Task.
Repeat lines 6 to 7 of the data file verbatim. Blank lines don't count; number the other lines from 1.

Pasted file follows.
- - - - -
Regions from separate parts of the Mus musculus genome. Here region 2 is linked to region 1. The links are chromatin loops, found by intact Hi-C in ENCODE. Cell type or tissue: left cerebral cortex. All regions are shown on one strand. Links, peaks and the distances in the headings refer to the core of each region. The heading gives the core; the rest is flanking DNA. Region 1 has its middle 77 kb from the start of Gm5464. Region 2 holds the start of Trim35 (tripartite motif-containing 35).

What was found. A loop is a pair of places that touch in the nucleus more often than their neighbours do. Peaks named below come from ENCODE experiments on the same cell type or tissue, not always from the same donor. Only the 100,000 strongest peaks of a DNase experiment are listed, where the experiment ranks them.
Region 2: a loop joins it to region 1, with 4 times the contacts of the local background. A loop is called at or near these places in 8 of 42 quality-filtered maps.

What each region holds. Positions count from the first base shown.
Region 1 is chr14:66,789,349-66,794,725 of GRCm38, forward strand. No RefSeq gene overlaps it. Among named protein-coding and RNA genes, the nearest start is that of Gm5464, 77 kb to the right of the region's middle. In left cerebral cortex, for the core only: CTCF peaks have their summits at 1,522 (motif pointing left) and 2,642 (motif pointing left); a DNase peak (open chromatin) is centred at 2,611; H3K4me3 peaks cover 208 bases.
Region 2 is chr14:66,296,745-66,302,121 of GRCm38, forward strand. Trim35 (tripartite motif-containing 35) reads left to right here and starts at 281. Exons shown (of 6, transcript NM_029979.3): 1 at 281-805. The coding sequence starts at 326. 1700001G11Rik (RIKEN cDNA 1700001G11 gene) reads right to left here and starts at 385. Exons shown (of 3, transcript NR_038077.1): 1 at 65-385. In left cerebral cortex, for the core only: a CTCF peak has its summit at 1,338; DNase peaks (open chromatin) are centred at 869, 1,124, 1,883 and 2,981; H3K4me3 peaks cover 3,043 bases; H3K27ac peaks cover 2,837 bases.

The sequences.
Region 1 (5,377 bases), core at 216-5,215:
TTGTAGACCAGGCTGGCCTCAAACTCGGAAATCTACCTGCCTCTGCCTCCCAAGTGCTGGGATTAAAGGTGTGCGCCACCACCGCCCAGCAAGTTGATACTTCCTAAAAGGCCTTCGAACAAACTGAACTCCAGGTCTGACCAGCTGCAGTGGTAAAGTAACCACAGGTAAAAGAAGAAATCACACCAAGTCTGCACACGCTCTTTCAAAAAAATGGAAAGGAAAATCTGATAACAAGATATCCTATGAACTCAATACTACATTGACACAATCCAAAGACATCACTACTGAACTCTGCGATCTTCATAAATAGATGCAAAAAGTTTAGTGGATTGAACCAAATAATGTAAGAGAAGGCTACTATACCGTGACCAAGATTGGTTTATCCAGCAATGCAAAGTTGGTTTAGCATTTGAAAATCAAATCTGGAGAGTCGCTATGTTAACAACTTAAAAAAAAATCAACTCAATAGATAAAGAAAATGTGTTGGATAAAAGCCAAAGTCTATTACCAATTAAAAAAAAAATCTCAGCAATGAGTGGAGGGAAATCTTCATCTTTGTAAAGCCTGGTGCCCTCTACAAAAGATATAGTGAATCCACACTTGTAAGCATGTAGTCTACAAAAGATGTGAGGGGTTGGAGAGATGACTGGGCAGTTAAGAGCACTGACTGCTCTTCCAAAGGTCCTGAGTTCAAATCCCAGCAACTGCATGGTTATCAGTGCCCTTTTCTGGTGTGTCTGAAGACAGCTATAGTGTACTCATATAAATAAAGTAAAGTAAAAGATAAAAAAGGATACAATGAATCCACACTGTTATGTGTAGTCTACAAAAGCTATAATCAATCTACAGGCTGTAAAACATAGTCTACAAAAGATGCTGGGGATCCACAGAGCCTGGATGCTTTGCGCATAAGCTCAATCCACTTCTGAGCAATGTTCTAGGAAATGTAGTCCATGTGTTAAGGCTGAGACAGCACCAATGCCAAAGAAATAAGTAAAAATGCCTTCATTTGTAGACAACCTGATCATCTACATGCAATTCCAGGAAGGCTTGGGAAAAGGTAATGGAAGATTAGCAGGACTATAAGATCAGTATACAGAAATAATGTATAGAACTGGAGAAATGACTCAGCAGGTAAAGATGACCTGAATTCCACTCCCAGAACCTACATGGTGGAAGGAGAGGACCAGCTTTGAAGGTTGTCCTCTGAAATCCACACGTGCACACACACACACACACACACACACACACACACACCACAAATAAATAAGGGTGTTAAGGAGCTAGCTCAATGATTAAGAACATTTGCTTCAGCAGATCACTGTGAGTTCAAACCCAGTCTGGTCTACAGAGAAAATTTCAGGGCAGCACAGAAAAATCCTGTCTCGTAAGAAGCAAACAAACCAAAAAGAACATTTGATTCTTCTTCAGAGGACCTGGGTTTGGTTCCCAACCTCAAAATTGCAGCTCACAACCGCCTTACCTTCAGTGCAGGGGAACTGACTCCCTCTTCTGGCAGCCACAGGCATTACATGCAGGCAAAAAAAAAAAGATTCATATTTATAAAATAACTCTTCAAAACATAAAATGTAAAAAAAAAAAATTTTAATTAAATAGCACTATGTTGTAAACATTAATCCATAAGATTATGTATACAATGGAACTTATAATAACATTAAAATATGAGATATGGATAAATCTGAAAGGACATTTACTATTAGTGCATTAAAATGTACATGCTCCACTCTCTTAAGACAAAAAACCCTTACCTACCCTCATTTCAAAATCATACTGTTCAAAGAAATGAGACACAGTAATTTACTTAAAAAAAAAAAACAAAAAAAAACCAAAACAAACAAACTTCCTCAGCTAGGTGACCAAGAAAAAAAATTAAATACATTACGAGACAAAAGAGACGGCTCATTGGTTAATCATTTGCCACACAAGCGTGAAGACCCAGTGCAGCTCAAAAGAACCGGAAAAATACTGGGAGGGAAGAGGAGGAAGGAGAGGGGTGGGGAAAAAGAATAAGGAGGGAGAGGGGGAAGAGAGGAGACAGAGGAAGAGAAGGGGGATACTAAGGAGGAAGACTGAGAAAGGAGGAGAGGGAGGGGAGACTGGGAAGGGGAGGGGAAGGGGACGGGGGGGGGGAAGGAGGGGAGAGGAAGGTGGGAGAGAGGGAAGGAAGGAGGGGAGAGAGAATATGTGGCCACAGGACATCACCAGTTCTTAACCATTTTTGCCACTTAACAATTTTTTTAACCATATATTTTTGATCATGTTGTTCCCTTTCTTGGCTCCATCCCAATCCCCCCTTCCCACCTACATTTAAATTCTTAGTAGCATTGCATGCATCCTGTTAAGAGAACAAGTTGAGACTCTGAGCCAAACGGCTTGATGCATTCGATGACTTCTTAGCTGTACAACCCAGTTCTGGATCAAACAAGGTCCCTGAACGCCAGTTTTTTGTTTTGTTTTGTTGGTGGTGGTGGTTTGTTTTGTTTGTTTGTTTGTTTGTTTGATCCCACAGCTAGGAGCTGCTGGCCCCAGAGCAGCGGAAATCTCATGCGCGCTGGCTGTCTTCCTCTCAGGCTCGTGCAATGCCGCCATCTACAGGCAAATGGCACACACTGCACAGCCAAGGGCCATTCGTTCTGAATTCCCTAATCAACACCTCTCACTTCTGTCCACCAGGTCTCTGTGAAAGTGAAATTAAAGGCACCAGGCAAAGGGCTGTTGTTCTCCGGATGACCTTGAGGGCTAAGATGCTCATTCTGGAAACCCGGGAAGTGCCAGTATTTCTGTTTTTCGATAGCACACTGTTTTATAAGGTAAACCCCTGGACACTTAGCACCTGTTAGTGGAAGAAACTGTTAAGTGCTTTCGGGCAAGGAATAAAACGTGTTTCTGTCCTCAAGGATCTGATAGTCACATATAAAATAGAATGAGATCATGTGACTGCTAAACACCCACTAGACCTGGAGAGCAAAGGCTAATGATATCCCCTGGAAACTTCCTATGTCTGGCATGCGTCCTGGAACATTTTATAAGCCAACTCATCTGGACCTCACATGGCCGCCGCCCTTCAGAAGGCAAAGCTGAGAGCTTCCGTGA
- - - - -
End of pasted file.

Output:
Region 2 is chr14:66,296,745-66,302,121 of GRCm38, forward strand. Trim35 (tripartite motif-containing 35) reads left to right here and starts at 281. Exons shown (of 6, transcript NM_029979.3): 1 at 281-805. The coding sequence starts at 326. 1700001G11Rik (RIKEN cDNA 1700001G11 gene) reads right to left here and starts at 385. Exons shown (of 3, transcript NR_038077.1): 1 at 65-385. In left cerebral cortex, for the core only: a CTCF peak has its summit at 1,338; DNase peaks (open chromatin) are centred at 869, 1,124, 1,883 and 2,981; H3K4me3 peaks cover 3,043 bases; H3K27ac peaks cover 2,837 bases.

The sequences.